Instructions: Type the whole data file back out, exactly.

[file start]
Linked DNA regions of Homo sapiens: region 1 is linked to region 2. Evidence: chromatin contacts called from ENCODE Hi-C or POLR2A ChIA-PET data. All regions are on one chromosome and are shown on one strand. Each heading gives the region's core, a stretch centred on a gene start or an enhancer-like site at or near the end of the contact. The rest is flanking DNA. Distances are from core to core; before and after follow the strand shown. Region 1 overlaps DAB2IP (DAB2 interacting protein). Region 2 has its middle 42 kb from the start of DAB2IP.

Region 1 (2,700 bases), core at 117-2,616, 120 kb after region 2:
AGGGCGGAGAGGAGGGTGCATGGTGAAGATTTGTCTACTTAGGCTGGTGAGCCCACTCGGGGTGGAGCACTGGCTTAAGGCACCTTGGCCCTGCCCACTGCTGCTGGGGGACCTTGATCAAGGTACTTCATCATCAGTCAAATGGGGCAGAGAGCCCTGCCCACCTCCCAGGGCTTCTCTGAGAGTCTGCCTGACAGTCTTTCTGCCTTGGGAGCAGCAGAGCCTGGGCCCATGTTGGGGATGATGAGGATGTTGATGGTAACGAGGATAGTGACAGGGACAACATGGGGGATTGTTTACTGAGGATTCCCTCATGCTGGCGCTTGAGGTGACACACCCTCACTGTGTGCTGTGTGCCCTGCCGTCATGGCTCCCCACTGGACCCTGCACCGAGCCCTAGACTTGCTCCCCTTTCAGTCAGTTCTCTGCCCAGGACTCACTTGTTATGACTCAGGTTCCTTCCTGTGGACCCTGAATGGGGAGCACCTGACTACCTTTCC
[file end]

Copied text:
Linked DNA regions of Homo sapiens: region 1 is linked to region 2. Evidence: chromatin contacts called from ENCODE Hi-C or POLR2A ChIA-PET data. All regions are on one chromosome and are shown on one strand. Each heading gives the region's core, a stretch centred on a gene start or an enhancer-like site at or near the end of the contact. The rest is flanking DNA. Distances are from core to core; before and after follow the strand shown. Region 1 overlaps DAB2IP (DAB2 interacting protein). Region 2 has its middle 42 kb from the start of DAB2IP.

Region 1 (2,700 bases), core at 117-2,616, 120 kb after region 2:
AGGGCGGAGAGGAGGGTGCATGGTGAAGATTTGTCTACTTAGGCTGGTGAGCCCACTCGGGGTGGAGCACTGGCTTAAGGCACCTTGGCCCTGCCCACTGCTGCTGGGGGACCTTGATCAAGGTACTTCATCATCAGTCAAATGGGGCAGAGAGCCCTGCCCACCTCCCAGGGCTTCTCTGAGAGTCTGCCTGACAGTCTTTCTGCCTTGGGAGCAGCAGAGCCTGGGCCCATGTTGGGGATGATGAGGATGTTGATGGTAACGAGGATAGTGACAGGGACAACATGGGGGATTGTTTACTGAGGATTCCCTCATGCTGGCGCTTGAGGTGACACACCCTCACTGTGTGCTGTGTGCCCTGCCGTCATGGCTCCCCACTGGACCCTGCACCGAGCCCTAGACTTGCTCCCCTTTCAGTCAGTTCTCTGCCCAGGACTCACTTGTTATGACTCAGGTTCCTTCCTGTGGACCCTGAATGGGGAGCACCTGACTACCTTTCC